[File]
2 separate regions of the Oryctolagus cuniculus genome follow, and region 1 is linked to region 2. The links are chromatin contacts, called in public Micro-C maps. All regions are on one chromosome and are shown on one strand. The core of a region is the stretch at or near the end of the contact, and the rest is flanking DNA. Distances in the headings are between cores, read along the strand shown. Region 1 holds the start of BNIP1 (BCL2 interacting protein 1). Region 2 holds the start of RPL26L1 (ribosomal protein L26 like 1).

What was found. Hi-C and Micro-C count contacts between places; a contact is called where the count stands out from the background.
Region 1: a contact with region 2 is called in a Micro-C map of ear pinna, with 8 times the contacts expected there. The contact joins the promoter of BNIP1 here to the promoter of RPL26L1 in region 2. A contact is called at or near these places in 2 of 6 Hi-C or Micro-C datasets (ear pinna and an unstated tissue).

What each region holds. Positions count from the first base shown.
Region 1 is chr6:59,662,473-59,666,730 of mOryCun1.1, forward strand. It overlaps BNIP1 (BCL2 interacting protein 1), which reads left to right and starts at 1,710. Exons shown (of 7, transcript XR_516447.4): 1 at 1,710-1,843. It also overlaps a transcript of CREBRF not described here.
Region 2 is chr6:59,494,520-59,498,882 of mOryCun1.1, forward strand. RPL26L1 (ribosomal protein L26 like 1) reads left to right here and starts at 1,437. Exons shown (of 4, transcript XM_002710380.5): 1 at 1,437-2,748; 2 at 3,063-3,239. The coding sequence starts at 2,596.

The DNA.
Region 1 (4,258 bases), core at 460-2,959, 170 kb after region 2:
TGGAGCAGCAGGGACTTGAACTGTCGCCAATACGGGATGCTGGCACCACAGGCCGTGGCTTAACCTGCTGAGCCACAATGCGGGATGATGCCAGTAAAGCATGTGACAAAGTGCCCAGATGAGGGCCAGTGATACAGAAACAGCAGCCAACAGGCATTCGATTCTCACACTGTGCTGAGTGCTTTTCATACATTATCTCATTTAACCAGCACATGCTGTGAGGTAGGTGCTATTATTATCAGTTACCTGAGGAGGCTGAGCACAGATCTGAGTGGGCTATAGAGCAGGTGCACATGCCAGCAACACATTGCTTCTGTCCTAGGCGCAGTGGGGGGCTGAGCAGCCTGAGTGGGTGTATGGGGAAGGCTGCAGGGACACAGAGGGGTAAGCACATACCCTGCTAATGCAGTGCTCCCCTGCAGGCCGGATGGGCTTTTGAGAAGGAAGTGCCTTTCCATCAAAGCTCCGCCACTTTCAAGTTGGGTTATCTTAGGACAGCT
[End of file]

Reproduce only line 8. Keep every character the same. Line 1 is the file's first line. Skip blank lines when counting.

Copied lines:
Region 1 (4,258 bases), core at 460-2,959, 170 kb after region 2: